Post-1945, blasphemy was considered not so much a violation of the sanctity of God’s name, but rather an attack on the moral principles which constituted the Law we have, based on Religious teachings.
In Whitehouse v Gay News Limited  AC 617, the matter was debated in the House of Lords. As per Lord Scarman, the principle of the Laws relating to blasphemy are as follows:
It is not blasphemous to speak or publish opinions hostile to the Christian religion, or to deny the existence of God, if the publication is couched in decent and temperate language.
The test to be applied is as to the manner in which the doctrines are to be advocated, and not as to the substance of the doctrines themselves.
Blasphemy Laws only applied to the Christian Religion, because this was what was directly applicable to the foundations of The Laws of England and Wales.
The actualite of blasphemy had nothing necessarily to do with God, per se. Lord Scarman summed up the position that blasphemy has a role to play, and the Laws of England should have continued to uphold the Laws of blasphemy moderately applied as per Whitehouse v Gay News, in order to ‘safeguard the internal tranquility of the kingdom’.
The Law has moved on and developed so that anyone using threatening or publishing words or behaviour in relation to any religion or faith, or those with no faith or religion with religion imposed upon them (which is a paradox, given the basis upon which English Law developed), to stir up religious hatred, may be guilty of an offence contrary to the Racial and Religious Hatred Act 2006.
As with the Communications Act 2003, there are varying degrees of what constitutes ‘offensive’, to the extent that it is actionable. Lord Chief Justice Judge summed up the position in Chambers v DPP  EWHC 2157:
‘Before concluding that a message is criminal on the basis that it creates a menace, it’s precise terms, and any inferences to be drawn from its precise terms, needs to be examined in the context in and the means by which the message was sent’.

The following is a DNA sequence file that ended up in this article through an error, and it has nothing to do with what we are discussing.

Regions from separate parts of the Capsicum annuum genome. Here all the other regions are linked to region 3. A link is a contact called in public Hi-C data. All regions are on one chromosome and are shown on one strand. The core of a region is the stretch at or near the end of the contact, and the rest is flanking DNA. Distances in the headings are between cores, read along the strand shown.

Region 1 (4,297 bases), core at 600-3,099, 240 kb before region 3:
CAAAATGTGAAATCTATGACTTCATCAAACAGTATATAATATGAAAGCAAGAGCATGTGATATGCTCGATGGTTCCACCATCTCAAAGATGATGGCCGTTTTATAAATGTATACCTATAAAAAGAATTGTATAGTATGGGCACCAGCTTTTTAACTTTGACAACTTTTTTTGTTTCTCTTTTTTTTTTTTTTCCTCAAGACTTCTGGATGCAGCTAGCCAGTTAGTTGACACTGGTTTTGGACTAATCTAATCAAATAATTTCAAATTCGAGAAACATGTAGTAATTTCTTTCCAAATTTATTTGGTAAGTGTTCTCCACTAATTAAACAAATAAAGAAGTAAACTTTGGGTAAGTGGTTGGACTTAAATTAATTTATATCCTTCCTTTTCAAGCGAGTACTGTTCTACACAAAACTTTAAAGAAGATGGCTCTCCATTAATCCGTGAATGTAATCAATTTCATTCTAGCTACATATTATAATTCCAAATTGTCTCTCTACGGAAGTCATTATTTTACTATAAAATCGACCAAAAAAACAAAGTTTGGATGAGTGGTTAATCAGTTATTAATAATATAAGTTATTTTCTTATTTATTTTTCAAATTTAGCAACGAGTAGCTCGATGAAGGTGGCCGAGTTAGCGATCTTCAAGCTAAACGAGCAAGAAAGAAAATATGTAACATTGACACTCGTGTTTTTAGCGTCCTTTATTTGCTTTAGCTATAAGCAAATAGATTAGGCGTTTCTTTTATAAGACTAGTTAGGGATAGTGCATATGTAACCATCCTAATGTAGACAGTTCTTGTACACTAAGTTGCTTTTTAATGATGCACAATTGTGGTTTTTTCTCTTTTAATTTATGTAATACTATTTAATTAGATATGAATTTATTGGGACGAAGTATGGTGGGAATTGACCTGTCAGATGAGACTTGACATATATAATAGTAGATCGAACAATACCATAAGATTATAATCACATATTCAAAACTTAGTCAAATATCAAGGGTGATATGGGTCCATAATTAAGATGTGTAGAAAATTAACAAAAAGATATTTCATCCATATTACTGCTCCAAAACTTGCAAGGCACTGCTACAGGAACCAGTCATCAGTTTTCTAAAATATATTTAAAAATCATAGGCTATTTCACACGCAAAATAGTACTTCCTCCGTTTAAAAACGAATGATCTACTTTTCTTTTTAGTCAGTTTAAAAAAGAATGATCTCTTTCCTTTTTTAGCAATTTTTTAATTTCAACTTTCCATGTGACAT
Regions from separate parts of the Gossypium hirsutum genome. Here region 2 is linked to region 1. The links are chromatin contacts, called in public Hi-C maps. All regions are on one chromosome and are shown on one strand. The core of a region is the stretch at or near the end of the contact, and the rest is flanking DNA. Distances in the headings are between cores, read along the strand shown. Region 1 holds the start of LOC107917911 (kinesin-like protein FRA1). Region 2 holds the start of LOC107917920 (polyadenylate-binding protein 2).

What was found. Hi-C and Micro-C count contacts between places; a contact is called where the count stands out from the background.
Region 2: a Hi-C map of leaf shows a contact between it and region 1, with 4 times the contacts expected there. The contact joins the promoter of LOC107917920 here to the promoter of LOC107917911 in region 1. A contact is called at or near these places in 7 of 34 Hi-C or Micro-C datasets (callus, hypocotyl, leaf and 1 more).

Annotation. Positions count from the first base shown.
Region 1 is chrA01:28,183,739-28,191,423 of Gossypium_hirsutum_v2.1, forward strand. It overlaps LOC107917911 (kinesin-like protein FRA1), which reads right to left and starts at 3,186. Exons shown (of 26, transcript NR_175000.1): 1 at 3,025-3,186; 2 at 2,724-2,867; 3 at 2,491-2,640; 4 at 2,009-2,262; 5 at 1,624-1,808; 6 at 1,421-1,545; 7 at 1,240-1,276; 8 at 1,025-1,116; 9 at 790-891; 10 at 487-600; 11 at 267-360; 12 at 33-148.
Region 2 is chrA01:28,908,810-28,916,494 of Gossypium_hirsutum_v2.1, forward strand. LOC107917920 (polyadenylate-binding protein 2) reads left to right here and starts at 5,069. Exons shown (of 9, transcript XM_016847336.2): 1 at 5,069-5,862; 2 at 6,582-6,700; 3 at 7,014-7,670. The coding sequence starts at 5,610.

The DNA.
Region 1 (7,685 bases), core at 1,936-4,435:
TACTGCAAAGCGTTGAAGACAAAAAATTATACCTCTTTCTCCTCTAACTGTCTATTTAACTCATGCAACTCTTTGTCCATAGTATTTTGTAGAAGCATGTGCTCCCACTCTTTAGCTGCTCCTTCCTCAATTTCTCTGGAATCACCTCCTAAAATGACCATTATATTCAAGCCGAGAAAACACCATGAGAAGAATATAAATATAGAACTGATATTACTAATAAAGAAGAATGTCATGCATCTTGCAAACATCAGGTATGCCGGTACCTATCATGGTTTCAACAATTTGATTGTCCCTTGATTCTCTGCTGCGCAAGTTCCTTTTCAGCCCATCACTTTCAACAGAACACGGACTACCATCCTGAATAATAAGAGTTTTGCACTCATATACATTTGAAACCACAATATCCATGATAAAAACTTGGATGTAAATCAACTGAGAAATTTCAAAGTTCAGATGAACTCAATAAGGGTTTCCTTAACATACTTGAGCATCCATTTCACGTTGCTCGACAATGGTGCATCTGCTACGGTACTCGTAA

The United Kingdom is a multi-cultural society. Some say that our Islands are populated as a direct result of the British Empire coming to an end, and the Empire coming home to roost.
Technology is evolving at a phenomenal speed. The future of World Economies are uncertain. Consumerism and Materialism are rife. Societies need guidance. Religions gave and give a structure of how to behave morally and ethically. Certainly from a Christian perspective, those same morals and ethics have found their way into the development of our Laws, and to a large extent, morals and ethics by way of altruisms are fairly consistent in every religion. How to punish, guide, or protect those morals and ethics, differ considerably from religion to religion, and faith to faith. Have we done away with religion? Do we have a firm grasp of what is and is not good? Is this reflected in our Laws?
In a Nietzschian context, is God dead? Are our Lawmakers at least, ubermentschen above the Law who can make Law for the masses?
Our Laws are based on sound morals and ethics rooted predominantly from the Old Testament accepted by Christians, Jews and Muslims alike.
There is much to learn from Religious Sages from all religions and faiths, and we would be foolish not to be open-minded and discuss such matters openly, and take all that is good and compatible with the Laws of England and Wales.
Professor David Rosen, is a Solicitor-Advocate, Partner and head of Litigation at Darlingtons Solicitors. He is a visiting associate Professor of Law at Brunel University, and a member of the Society of Legal Scholars. He is also a practising Orthodox Jew.